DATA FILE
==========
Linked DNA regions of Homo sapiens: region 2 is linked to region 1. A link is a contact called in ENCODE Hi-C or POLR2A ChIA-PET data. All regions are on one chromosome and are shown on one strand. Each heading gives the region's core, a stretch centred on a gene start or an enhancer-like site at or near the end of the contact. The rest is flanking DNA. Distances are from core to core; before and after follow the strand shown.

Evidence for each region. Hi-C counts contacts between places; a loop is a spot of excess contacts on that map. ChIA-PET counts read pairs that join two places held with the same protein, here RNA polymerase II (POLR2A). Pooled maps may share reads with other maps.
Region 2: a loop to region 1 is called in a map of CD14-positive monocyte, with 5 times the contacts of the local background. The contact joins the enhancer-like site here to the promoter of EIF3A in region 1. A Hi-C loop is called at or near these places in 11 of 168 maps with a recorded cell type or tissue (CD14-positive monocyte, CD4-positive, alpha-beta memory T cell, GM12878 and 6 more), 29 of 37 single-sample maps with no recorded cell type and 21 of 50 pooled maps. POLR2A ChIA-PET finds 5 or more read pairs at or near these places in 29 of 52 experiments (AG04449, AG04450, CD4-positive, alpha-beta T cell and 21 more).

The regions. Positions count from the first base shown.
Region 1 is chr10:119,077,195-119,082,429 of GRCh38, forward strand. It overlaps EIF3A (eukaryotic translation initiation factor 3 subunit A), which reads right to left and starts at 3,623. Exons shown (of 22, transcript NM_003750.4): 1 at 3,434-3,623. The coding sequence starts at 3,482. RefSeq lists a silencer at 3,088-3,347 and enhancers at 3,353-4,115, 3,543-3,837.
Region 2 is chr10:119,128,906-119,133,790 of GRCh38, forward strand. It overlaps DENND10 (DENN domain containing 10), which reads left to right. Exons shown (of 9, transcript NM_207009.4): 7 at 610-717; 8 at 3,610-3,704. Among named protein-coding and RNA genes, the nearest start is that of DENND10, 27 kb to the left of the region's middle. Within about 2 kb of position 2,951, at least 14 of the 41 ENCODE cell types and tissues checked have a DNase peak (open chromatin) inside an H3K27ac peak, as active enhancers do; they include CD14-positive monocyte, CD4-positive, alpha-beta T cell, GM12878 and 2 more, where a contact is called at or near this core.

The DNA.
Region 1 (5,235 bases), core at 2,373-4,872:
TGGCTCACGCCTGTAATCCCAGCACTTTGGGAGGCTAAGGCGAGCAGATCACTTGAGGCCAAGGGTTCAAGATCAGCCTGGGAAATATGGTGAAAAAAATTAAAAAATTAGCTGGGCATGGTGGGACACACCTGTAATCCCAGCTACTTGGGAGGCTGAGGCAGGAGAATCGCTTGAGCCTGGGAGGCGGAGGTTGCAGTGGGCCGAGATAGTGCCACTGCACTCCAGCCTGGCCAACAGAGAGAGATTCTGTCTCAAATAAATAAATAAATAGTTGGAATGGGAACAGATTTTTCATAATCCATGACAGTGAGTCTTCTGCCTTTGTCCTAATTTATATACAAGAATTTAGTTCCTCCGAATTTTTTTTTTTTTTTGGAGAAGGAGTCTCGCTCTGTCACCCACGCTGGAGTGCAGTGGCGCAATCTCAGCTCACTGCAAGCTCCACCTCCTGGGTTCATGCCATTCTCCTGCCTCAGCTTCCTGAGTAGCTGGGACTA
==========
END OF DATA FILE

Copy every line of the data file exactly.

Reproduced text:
Linked DNA regions of Homo sapiens: region 2 is linked to region 1. A link is a contact called in ENCODE Hi-C or POLR2A ChIA-PET data. All regions are on one chromosome and are shown on one strand. Each heading gives the region's core, a stretch centred on a gene start or an enhancer-like site at or near the end of the contact. The rest is flanking DNA. Distances are from core to core; before and after follow the strand shown.

Evidence for each region. Hi-C counts contacts between places; a loop is a spot of excess contacts on that map. ChIA-PET counts read pairs that join two places held with the same protein, here RNA polymerase II (POLR2A). Pooled maps may share reads with other maps.
Region 2: a loop to region 1 is called in a map of CD14-positive monocyte, with 5 times the contacts of the local background. The contact joins the enhancer-like site here to the promoter of EIF3A in region 1. A Hi-C loop is called at or near these places in 11 of 168 maps with a recorded cell type or tissue (CD14-positive monocyte, CD4-positive, alpha-beta memory T cell, GM12878 and 6 more), 29 of 37 single-sample maps with no recorded cell type and 21 of 50 pooled maps. POLR2A ChIA-PET finds 5 or more read pairs at or near these places in 29 of 52 experiments (AG04449, AG04450, CD4-positive, alpha-beta T cell and 21 more).

The regions. Positions count from the first base shown.
Region 1 is chr10:119,077,195-119,082,429 of GRCh38, forward strand. It overlaps EIF3A (eukaryotic translation initiation factor 3 subunit A), which reads right to left and starts at 3,623. Exons shown (of 22, transcript NM_003750.4): 1 at 3,434-3,623. The coding sequence starts at 3,482. RefSeq lists a silencer at 3,088-3,347 and enhancers at 3,353-4,115, 3,543-3,837.
Region 2 is chr10:119,128,906-119,133,790 of GRCh38, forward strand. It overlaps DENND10 (DENN domain containing 10), which reads left to right. Exons shown (of 9, transcript NM_207009.4): 7 at 610-717; 8 at 3,610-3,704. Among named protein-coding and RNA genes, the nearest start is that of DENND10, 27 kb to the left of the region's middle. Within about 2 kb of position 2,951, at least 14 of the 41 ENCODE cell types and tissues checked have a DNase peak (open chromatin) inside an H3K27ac peak, as active enhancers do; they include CD14-positive monocyte, CD4-positive, alpha-beta T cell, GM12878 and 2 more, where a contact is called at or near this core.

The DNA.
Region 1 (5,235 bases), core at 2,373-4,872:
TGGCTCACGCCTGTAATCCCAGCACTTTGGGAGGCTAAGGCGAGCAGATCACTTGAGGCCAAGGGTTCAAGATCAGCCTGGGAAATATGGTGAAAAAAATTAAAAAATTAGCTGGGCATGGTGGGACACACCTGTAATCCCAGCTACTTGGGAGGCTGAGGCAGGAGAATCGCTTGAGCCTGGGAGGCGGAGGTTGCAGTGGGCCGAGATAGTGCCACTGCACTCCAGCCTGGCCAACAGAGAGAGATTCTGTCTCAAATAAATAAATAAATAGTTGGAATGGGAACAGATTTTTCATAATCCATGACAGTGAGTCTTCTGCCTTTGTCCTAATTTATATACAAGAATTTAGTTCCTCCGAATTTTTTTTTTTTTTTGGAGAAGGAGTCTCGCTCTGTCACCCACGCTGGAGTGCAGTGGCGCAATCTCAGCTCACTGCAAGCTCCACCTCCTGGGTTCATGCCATTCTCCTGCCTCAGCTTCCTGAGTAGCTGGGACTA